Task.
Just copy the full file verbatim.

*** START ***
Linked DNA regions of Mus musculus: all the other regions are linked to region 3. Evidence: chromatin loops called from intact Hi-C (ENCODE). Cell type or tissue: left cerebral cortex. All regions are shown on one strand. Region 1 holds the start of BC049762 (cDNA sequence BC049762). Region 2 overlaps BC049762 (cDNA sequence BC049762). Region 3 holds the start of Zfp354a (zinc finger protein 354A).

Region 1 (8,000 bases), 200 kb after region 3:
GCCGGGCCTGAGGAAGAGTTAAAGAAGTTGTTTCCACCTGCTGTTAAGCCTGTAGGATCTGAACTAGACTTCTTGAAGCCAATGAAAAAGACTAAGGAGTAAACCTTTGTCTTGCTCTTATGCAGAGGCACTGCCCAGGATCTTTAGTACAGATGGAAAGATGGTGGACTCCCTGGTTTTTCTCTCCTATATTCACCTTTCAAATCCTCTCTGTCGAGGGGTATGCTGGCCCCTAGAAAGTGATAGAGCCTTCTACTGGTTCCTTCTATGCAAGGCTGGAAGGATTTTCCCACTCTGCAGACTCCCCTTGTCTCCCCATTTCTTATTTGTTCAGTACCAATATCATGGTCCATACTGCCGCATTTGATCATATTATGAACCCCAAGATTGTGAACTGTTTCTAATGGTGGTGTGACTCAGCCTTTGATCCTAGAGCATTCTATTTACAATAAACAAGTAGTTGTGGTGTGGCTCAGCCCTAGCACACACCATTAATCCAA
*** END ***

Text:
Linked DNA regions of Mus musculus: all the other regions are linked to region 3. Evidence: chromatin loops called from intact Hi-C (ENCODE). Cell type or tissue: left cerebral cortex. All regions are shown on one strand. Region 1 holds the start of BC049762 (cDNA sequence BC049762). Region 2 overlaps BC049762 (cDNA sequence BC049762). Region 3 holds the start of Zfp354a (zinc finger protein 354A).

Region 1 (8,000 bases), 200 kb after region 3:
GCCGGGCCTGAGGAAGAGTTAAAGAAGTTGTTTCCACCTGCTGTTAAGCCTGTAGGATCTGAACTAGACTTCTTGAAGCCAATGAAAAAGACTAAGGAGTAAACCTTTGTCTTGCTCTTATGCAGAGGCACTGCCCAGGATCTTTAGTACAGATGGAAAGATGGTGGACTCCCTGGTTTTTCTCTCCTATATTCACCTTTCAAATCCTCTCTGTCGAGGGGTATGCTGGCCCCTAGAAAGTGATAGAGCCTTCTACTGGTTCCTTCTATGCAAGGCTGGAAGGATTTTCCCACTCTGCAGACTCCCCTTGTCTCCCCATTTCTTATTTGTTCAGTACCAATATCATGGTCCATACTGCCGCATTTGATCATATTATGAACCCCAAGATTGTGAACTGTTTCTAATGGTGGTGTGACTCAGCCTTTGATCCTAGAGCATTCTATTTACAATAAACAAGTAGTTGTGGTGTGGCTCAGCCCTAGCACACACCATTAATCCAA